Management and outcomes of postpancreatectomy fistula, leak, and abscess: results of 908 patients resected at a single institution between 2000 and 2005.

Published

Journal Article

BACKGROUND: Anastomotic fistula, leak, and abscess are common complications of pancreatectomy. The goal of this study was to describe our current management and outcomes of clinically significant postpancreatectomy fistula, leak, and abscess. STUDY DESIGN: Review of a prospectively maintained database identified 908 patients who underwent pancreatectomy between January 2000 and August 2005. Complication data were prospectively entered into a validated postoperative complication database. Patients were included if they were identified as having a clinically significant (>/=grade 2) pancreatic fistula, leak, or abscess. Multivariate analyses were performed to identify factors predictive of prolonged drainage (> 30 days). RESULTS: Clinically significant postoperative fistula, leak, or abscess occurred in 158 of 908 resected patients (17%) and included 63 culture-positive pancreatic fistulas, 29 noninfected pancreatic fistulas, 42 abscesses, and 24 other collections (biliary fistula, culture-negative collection). Surgical drains were placed at the time of initial resection in 88 of these 158 patients (56%). Adequate drainage was obtained by prolonged use of surgical drains in 16 patients (16 of 88 [18%]). Reoperation was required in 26 of the 158 patients (16%). ICU admission was required in 22%. Within this group of 158 patients the mortality rate was 5% (8 of 158; 90 days). At the time of discharge a home health aide was required in 56% of patients, 8% were discharged to a rehabilitation facility, and readmission was required in 50% of patients. Mean drainage time was 38 days (range 3 to 228). Predictors of prolonged drainage included drain output > 200 mL during the first 48 hours (odds ratio = 2.88; p = 0.02) and distal (versus proximal) pancreatectomy (odds ratio = 4.29; p = 0.01). CONCLUSIONS: Although mortality after pancreatectomy has decreased to approximately 2%, the morbidity associated with pancreatic fistula, leak, and abscess remains substantial.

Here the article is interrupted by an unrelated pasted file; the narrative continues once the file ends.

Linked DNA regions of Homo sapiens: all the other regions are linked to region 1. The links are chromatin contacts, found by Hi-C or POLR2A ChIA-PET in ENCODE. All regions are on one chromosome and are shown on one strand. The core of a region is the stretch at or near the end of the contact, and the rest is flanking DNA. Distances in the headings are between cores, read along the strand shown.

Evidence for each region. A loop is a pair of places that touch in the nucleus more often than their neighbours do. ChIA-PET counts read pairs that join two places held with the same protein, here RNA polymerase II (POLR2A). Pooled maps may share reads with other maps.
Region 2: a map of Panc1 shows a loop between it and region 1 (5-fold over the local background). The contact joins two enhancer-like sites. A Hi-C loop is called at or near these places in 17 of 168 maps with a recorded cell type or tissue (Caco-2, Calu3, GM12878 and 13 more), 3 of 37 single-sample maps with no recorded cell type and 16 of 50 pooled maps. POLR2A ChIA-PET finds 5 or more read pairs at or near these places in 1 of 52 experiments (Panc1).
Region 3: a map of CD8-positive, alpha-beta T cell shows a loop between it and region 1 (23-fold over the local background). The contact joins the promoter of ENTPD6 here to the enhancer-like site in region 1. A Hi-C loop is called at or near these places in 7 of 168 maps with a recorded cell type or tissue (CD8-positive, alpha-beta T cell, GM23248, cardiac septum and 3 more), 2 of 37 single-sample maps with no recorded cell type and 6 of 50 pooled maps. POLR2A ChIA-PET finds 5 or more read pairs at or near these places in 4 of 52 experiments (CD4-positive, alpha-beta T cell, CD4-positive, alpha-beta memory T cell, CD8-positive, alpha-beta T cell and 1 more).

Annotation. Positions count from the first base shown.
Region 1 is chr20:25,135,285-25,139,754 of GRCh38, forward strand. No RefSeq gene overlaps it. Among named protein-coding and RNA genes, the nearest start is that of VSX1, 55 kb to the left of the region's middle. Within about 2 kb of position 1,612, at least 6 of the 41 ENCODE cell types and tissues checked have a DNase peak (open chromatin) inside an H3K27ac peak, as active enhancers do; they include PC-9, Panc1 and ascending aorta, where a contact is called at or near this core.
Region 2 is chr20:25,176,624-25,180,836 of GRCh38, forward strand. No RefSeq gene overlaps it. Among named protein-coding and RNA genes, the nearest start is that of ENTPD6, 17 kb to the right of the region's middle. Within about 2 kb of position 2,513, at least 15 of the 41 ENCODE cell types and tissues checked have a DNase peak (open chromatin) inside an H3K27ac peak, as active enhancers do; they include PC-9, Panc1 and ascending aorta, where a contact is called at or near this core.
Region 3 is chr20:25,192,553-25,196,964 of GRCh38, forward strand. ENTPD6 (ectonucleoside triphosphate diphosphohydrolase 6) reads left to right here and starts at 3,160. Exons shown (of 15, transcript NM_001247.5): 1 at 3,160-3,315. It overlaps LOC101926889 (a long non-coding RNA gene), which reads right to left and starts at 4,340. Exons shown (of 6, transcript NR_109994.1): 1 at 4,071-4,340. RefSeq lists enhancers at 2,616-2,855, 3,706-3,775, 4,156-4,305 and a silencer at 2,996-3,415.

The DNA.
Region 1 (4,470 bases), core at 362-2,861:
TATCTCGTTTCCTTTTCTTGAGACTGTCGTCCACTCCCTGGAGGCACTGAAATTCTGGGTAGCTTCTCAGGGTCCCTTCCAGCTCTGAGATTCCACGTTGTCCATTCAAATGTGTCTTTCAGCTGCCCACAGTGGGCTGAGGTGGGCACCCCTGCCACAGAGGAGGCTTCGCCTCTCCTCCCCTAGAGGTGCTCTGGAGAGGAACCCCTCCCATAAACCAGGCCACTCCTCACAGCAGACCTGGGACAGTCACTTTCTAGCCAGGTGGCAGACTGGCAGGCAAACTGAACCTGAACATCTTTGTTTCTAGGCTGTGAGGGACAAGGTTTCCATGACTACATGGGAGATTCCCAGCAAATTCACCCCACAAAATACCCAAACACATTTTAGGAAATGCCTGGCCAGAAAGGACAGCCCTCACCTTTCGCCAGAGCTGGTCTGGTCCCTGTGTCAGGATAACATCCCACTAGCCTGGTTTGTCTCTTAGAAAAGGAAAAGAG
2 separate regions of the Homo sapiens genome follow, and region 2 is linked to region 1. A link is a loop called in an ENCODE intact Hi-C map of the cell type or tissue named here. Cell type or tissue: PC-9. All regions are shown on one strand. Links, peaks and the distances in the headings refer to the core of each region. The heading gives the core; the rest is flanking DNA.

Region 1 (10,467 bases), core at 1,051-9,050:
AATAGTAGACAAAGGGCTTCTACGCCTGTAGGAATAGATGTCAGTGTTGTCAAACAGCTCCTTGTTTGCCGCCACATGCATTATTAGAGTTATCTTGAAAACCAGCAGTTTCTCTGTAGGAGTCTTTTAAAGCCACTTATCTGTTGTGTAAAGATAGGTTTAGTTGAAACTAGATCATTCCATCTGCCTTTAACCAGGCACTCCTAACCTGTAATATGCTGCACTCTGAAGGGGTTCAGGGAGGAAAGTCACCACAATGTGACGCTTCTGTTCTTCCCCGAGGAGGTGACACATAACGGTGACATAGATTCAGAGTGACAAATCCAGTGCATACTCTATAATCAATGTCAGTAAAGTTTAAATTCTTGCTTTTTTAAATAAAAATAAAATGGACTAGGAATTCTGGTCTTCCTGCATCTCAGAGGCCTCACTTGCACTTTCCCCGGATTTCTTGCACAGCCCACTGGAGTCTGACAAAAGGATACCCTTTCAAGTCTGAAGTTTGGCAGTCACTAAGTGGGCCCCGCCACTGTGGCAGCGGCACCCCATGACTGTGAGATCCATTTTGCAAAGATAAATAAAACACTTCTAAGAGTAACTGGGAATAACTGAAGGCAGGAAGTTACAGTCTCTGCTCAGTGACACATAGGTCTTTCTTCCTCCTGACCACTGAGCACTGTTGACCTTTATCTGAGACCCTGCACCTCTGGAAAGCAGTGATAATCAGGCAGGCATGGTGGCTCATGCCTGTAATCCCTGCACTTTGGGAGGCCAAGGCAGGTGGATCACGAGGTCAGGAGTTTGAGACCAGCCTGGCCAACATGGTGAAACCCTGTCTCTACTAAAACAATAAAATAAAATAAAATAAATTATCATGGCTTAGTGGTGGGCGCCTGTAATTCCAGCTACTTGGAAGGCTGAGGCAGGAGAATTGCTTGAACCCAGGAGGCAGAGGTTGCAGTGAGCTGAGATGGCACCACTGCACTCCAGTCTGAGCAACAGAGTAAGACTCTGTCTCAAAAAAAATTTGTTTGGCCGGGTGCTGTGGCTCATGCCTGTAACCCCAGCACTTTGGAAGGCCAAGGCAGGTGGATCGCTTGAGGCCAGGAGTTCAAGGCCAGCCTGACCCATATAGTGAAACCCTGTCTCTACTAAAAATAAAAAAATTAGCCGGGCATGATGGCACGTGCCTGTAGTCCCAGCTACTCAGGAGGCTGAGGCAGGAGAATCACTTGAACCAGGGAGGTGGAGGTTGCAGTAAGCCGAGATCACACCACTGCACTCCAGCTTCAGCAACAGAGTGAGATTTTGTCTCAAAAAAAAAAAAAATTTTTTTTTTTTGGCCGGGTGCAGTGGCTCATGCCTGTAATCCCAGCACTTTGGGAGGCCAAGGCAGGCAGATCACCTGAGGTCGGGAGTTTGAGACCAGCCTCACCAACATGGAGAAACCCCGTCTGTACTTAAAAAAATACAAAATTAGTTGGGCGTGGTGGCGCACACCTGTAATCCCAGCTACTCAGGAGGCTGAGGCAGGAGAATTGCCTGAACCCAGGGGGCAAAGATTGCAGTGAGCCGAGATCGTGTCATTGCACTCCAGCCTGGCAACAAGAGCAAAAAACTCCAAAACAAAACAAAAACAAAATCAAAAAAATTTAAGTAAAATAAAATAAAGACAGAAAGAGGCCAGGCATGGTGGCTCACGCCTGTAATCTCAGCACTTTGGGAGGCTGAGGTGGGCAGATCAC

Full Text

Duke Authors

Cited Authors

  • Vin, Y; Sima, CS; Getrajdman, GI; Brown, KT; Covey, A; Brennan, MF; Allen, PJ

Published Date

  • October 2008

Published In

Volume / Issue

  • 207 / 4

Start / End Page

  • 490 - 498

PubMed ID

  • 18926450

Pubmed Central ID

  • 18926450

Electronic International Standard Serial Number (EISSN)

  • 1879-1190

Digital Object Identifier (DOI)

  • 10.1016/j.jamcollsurg.2008.05.003

Language

  • eng

Conference Location

  • United States